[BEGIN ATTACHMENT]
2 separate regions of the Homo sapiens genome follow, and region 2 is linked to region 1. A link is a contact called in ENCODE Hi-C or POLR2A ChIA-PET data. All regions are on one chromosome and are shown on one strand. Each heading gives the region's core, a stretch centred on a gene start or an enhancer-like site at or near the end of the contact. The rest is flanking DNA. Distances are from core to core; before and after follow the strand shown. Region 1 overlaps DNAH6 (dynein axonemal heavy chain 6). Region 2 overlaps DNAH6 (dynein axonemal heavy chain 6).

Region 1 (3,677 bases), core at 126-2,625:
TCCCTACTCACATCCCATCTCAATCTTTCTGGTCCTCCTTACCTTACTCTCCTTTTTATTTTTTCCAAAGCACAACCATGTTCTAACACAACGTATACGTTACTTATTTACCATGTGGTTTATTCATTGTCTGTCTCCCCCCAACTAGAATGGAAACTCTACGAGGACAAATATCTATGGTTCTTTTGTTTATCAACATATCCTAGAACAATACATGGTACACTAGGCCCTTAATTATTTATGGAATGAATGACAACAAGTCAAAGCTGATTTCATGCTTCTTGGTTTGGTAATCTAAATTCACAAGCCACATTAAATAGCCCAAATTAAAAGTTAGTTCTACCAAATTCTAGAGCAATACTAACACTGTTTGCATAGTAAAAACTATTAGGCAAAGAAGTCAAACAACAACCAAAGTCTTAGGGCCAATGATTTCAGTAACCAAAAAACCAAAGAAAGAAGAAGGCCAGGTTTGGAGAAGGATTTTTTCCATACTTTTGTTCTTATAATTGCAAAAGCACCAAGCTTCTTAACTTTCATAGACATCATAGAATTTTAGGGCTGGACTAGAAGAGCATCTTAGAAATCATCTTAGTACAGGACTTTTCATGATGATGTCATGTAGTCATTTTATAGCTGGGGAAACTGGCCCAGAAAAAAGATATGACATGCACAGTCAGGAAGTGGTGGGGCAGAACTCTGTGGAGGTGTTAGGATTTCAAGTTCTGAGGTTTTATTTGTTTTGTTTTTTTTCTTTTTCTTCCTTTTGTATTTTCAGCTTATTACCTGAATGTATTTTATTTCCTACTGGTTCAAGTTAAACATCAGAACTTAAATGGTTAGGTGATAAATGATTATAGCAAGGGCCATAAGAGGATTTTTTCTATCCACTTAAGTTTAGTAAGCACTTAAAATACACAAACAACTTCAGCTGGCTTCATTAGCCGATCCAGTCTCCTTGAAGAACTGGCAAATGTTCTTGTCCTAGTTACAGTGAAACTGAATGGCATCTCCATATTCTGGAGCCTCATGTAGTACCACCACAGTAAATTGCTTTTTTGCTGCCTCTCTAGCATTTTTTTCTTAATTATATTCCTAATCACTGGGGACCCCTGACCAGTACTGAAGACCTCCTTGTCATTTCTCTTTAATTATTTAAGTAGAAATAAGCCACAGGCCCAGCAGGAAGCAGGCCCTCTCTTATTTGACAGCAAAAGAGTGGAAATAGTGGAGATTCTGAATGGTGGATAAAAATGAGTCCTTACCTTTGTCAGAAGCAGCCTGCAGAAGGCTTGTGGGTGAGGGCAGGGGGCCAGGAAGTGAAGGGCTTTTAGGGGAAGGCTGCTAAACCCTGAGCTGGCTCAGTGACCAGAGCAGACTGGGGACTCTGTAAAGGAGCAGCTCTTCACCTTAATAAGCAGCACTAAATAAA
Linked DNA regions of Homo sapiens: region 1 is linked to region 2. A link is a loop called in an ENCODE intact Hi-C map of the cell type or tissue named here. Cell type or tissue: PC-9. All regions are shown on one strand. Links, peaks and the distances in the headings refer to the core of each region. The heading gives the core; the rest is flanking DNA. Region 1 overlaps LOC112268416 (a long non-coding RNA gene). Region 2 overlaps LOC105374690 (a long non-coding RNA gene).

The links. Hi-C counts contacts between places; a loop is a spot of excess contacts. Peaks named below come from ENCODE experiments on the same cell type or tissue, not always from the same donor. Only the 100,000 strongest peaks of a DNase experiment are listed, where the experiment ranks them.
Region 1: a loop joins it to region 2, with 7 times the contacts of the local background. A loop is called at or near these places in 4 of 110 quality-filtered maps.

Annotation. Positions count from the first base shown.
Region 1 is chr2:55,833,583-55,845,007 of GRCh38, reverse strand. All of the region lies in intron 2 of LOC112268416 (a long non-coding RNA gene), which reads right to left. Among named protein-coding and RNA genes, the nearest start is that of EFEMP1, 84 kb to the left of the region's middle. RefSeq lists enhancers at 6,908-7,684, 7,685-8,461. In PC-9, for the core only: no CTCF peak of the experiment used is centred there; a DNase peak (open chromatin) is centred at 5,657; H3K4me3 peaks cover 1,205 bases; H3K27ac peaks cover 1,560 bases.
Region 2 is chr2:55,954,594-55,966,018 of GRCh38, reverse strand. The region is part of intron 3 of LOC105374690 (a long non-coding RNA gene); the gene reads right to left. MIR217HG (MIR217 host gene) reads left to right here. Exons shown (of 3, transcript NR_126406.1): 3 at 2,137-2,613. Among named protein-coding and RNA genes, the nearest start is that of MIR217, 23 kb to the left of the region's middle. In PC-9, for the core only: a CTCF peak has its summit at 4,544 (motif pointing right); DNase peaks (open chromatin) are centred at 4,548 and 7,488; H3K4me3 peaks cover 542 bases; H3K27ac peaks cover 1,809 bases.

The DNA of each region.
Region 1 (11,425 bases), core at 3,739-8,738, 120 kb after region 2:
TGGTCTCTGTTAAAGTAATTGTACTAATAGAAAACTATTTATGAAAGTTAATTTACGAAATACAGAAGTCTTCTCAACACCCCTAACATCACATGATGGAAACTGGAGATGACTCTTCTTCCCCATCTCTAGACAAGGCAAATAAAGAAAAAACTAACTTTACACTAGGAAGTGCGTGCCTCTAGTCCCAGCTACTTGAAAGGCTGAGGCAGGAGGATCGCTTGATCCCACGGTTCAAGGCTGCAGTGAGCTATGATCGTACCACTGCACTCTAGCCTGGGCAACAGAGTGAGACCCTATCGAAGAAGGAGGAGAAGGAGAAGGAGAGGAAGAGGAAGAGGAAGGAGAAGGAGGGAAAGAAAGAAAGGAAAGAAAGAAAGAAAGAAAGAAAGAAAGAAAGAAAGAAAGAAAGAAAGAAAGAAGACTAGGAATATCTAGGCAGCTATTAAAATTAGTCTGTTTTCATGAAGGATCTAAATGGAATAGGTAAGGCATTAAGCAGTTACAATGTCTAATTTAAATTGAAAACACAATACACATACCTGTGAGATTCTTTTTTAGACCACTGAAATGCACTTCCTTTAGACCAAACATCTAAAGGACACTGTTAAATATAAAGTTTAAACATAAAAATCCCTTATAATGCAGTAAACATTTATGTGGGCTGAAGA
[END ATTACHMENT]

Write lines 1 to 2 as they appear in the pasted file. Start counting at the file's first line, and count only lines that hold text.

2 separate regions of the Homo sapiens genome follow, and region 2 is linked to region 1. A link is a contact called in ENCODE Hi-C or POLR2A ChIA-PET data. All regions are on one chromosome and are shown on one strand. Each heading gives the region's core, a stretch centred on a gene start or an enhancer-like site at or near the end of the contact. The rest is flanking DNA. Distances are from core to core; before and after follow the strand shown. Region 1 overlaps DNAH6 (dynein axonemal heavy chain 6). Region 2 overlaps DNAH6 (dynein axonemal heavy chain 6).

Region 1 (3,677 bases), core at 126-2,625: